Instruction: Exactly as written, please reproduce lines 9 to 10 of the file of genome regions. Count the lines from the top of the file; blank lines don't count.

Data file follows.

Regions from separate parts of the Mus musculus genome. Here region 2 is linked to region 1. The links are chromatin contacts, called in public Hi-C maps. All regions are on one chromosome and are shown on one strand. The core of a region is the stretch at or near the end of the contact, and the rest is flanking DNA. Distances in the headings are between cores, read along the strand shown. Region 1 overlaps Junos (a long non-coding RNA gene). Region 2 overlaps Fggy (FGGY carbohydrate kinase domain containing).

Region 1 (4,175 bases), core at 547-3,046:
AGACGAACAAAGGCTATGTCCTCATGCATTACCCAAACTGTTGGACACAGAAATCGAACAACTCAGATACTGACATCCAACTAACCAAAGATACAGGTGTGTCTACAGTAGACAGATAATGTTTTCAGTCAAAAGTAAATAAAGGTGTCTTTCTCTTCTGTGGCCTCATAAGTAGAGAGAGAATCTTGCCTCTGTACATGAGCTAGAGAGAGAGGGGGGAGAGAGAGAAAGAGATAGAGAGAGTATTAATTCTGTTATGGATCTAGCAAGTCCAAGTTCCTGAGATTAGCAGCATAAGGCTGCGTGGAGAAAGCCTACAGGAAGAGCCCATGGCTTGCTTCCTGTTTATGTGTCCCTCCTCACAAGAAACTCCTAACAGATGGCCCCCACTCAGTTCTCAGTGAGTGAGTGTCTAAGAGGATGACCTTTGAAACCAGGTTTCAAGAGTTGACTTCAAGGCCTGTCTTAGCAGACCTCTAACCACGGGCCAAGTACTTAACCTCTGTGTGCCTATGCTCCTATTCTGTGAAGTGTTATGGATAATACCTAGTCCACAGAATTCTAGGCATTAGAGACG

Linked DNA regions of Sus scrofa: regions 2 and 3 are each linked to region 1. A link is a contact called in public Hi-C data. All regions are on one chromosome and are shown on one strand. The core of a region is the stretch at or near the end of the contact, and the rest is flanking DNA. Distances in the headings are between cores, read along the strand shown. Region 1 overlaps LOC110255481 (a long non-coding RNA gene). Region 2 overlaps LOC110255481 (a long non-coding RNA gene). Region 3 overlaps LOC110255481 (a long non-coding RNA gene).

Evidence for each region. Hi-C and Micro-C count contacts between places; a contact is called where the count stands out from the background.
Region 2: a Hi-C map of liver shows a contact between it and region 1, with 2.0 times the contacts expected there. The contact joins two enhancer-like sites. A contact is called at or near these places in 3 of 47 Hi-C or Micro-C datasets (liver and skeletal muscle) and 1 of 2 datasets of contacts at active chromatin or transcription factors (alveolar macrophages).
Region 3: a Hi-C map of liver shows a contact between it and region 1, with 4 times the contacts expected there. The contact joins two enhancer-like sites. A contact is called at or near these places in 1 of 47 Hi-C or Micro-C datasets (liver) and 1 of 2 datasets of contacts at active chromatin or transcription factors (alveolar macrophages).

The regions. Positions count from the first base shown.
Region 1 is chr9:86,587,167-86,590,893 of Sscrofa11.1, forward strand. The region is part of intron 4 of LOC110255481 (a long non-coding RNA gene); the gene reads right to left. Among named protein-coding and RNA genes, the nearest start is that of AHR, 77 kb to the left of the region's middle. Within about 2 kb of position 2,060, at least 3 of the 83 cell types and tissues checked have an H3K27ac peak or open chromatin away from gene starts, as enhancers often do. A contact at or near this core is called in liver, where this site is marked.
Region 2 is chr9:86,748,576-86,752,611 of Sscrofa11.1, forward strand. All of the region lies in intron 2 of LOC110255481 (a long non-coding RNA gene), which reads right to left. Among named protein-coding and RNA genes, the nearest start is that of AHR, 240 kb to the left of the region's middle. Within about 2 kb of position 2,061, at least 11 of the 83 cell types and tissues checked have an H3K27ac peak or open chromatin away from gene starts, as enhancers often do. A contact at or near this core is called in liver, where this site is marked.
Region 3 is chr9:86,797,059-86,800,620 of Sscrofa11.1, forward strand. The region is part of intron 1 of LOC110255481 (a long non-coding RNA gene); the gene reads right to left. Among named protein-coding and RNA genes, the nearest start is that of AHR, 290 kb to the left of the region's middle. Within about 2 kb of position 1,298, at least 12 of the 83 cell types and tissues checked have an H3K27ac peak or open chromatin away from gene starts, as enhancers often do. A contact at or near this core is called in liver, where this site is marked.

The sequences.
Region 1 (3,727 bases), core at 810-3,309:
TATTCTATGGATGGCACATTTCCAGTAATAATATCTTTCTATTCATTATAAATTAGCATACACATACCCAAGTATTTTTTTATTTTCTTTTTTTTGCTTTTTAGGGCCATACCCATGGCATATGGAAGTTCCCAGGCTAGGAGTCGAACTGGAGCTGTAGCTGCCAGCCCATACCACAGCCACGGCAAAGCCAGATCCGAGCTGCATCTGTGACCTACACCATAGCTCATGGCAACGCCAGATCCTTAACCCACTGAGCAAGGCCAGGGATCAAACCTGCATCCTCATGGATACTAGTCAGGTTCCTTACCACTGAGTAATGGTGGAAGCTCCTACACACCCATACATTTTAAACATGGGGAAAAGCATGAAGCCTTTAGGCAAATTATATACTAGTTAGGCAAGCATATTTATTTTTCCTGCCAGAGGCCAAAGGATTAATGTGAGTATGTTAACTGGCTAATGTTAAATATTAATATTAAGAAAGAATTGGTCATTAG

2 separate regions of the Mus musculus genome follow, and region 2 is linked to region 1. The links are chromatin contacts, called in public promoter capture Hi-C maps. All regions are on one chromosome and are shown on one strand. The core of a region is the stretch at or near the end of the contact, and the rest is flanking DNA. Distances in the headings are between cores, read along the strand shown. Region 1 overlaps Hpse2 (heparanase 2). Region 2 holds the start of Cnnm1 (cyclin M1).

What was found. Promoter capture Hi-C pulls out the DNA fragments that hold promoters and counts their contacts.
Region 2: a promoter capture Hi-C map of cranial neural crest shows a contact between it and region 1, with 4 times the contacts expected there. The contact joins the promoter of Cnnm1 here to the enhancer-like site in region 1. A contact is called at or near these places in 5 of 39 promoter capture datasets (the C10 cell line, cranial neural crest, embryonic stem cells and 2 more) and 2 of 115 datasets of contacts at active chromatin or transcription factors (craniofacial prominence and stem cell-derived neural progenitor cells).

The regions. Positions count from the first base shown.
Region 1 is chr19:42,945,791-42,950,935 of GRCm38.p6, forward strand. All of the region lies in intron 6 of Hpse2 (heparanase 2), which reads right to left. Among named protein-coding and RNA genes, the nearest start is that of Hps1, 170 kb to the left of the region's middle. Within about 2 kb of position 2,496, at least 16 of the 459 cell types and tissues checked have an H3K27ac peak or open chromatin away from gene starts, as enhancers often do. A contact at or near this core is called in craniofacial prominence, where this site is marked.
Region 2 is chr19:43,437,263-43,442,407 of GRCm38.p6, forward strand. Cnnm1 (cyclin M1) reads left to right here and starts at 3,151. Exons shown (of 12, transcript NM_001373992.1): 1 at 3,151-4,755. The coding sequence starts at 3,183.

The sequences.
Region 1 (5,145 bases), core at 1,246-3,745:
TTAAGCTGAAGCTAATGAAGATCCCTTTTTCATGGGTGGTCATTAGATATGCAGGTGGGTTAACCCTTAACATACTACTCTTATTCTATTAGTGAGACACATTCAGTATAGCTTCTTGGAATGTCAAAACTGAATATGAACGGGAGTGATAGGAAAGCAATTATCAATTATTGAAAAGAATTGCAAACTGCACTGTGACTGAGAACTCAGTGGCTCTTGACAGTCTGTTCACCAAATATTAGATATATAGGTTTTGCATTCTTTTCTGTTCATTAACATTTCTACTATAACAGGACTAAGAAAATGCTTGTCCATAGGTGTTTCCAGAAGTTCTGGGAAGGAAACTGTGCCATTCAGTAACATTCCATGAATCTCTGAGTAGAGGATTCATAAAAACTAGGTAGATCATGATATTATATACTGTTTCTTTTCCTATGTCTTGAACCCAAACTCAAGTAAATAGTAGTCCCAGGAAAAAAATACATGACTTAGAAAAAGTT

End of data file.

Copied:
Region 1 is chr9:86,587,167-86,590,893 of Sscrofa11.1, forward strand. The region is part of intron 4 of LOC110255481 (a long non-coding RNA gene); the gene reads right to left. Among named protein-coding and RNA genes, the nearest start is that of AHR, 77 kb to the left of the region's middle. Within about 2 kb of position 2,060, at least 3 of the 83 cell types and tissues checked have an H3K27ac peak or open chromatin away from gene starts, as enhancers often do. A contact at or near this core is called in liver, where this site is marked.
Region 2 is chr9:86,748,576-86,752,611 of Sscrofa11.1, forward strand. All of the region lies in intron 2 of LOC110255481 (a long non-coding RNA gene), which reads right to left. Among named protein-coding and RNA genes, the nearest start is that of AHR, 240 kb to the left of the region's middle. Within about 2 kb of position 2,061, at least 11 of the 83 cell types and tissues checked have an H3K27ac peak or open chromatin away from gene starts, as enhancers often do. A contact at or near this core is called in liver, where this site is marked.